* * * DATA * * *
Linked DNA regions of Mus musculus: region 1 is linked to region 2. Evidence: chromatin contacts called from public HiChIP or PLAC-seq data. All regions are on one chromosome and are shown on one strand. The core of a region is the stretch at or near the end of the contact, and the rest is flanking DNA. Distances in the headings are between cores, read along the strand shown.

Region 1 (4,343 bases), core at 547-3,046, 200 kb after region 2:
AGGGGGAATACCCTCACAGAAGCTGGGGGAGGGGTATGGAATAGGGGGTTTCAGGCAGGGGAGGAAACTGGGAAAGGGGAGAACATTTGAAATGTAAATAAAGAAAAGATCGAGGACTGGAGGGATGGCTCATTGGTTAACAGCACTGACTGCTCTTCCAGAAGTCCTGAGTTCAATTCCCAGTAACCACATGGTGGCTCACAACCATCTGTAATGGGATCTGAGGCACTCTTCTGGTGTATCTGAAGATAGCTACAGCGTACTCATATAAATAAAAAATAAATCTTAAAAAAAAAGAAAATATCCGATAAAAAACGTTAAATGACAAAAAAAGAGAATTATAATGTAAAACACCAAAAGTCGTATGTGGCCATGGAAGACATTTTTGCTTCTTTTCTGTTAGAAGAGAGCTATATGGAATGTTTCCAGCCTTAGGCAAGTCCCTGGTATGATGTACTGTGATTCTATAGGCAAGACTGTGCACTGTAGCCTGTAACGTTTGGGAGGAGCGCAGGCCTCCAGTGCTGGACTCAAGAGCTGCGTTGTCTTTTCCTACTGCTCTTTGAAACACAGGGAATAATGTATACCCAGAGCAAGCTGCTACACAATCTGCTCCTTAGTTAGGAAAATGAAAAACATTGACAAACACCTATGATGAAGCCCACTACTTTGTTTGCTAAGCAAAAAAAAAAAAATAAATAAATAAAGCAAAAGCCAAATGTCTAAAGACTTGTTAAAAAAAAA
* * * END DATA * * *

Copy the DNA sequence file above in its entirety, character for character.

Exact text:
Linked DNA regions of Mus musculus: region 1 is linked to region 2. Evidence: chromatin contacts called from public HiChIP or PLAC-seq data. All regions are on one chromosome and are shown on one strand. The core of a region is the stretch at or near the end of the contact, and the rest is flanking DNA. Distances in the headings are between cores, read along the strand shown.

Region 1 (4,343 bases), core at 547-3,046, 200 kb after region 2:
AGGGGGAATACCCTCACAGAAGCTGGGGGAGGGGTATGGAATAGGGGGTTTCAGGCAGGGGAGGAAACTGGGAAAGGGGAGAACATTTGAAATGTAAATAAAGAAAAGATCGAGGACTGGAGGGATGGCTCATTGGTTAACAGCACTGACTGCTCTTCCAGAAGTCCTGAGTTCAATTCCCAGTAACCACATGGTGGCTCACAACCATCTGTAATGGGATCTGAGGCACTCTTCTGGTGTATCTGAAGATAGCTACAGCGTACTCATATAAATAAAAAATAAATCTTAAAAAAAAAGAAAATATCCGATAAAAAACGTTAAATGACAAAAAAAGAGAATTATAATGTAAAACACCAAAAGTCGTATGTGGCCATGGAAGACATTTTTGCTTCTTTTCTGTTAGAAGAGAGCTATATGGAATGTTTCCAGCCTTAGGCAAGTCCCTGGTATGATGTACTGTGATTCTATAGGCAAGACTGTGCACTGTAGCCTGTAACGTTTGGGAGGAGCGCAGGCCTCCAGTGCTGGACTCAAGAGCTGCGTTGTCTTTTCCTACTGCTCTTTGAAACACAGGGAATAATGTATACCCAGAGCAAGCTGCTACACAATCTGCTCCTTAGTTAGGAAAATGAAAAACATTGACAAACACCTATGATGAAGCCCACTACTTTGTTTGCTAAGCAAAAAAAAAAAAATAAATAAATAAAGCAAAAGCCAAATGTCTAAAGACTTGTTAAAAAAAAA